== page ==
Intrade, the online prediction market where people trade and make money on the outcome of political races, has been hailed as an oracle by pundits and politicians alike. The website accurately predicted the outcome of both the 2004 and 2008 presidential elections. Even though the Intraders haven’t been as spot on during this wild primary season as they were in the past, they were still ahead of political trends on more than one occasion: Intraders anticipated Newt Gingrich’s rise in South Carolina before the public and held fast to the prediction that Mitt Romney was more than 70 percent likely to win the primary in Michigan, even as Rick Santorum was shooting up in most polls.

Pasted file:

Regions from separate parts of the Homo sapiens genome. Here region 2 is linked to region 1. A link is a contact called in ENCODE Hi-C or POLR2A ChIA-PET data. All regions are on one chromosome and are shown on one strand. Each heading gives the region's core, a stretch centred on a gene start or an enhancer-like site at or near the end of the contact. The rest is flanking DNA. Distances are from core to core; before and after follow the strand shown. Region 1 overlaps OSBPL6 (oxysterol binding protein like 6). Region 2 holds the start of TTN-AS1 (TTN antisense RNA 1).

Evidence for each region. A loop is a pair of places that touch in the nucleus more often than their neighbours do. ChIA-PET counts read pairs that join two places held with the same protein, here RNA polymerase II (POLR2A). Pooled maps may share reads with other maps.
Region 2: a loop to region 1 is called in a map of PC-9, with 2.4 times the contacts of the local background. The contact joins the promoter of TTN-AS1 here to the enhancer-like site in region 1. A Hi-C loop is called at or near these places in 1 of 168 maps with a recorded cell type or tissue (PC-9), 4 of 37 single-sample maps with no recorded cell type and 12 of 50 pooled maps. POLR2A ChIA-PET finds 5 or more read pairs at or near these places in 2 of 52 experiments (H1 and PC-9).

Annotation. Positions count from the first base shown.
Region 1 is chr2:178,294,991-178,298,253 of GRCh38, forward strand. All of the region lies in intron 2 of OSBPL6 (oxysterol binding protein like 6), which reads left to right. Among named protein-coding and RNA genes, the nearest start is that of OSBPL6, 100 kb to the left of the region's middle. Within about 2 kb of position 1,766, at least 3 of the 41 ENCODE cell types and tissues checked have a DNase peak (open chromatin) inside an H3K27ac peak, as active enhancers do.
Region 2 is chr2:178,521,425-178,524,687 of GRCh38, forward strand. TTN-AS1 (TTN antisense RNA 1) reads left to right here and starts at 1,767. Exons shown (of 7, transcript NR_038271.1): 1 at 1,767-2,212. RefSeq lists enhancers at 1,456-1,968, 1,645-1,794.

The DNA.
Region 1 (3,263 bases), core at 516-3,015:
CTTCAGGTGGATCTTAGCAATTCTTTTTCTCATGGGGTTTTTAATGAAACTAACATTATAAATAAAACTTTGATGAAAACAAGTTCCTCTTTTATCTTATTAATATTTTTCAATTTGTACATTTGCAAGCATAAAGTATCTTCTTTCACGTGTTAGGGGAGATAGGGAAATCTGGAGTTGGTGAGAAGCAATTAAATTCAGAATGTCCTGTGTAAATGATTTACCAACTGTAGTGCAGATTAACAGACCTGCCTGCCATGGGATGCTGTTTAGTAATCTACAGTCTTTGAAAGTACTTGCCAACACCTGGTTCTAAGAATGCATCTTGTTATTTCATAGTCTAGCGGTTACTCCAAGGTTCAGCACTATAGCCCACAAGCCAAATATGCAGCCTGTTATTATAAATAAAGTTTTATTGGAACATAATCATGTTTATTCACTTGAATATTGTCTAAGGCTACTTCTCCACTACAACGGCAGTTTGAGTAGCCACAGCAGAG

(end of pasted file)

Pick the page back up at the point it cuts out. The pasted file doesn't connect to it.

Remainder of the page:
So did Intrade predict the results of Super Tuesday? The answer is yes, but not because of any supernatural oracular power: So did just about everyone else.
Yesterday at 11:30 a.m., Intrade indicated that Newt Gingrich had a 97.6 percent chance of winning Georgia, which is what just about every poll anticipated. Intrade was going for Romney in Virginia and Vermont and for Santorum in Oklahoma. All those predictions bore out, but no one was expecting anything different. And Intraders wrongly thought Santorum would place second over Ron Paul in Vermont.
The only state that had a real contest was Ohio. At 11:30 a.m. yesterday, Intraders were betting that Romney had an 83 percent chance of winning Ohio. At the same time, CNN was saying the two were tied (Romney won, but it was a close race).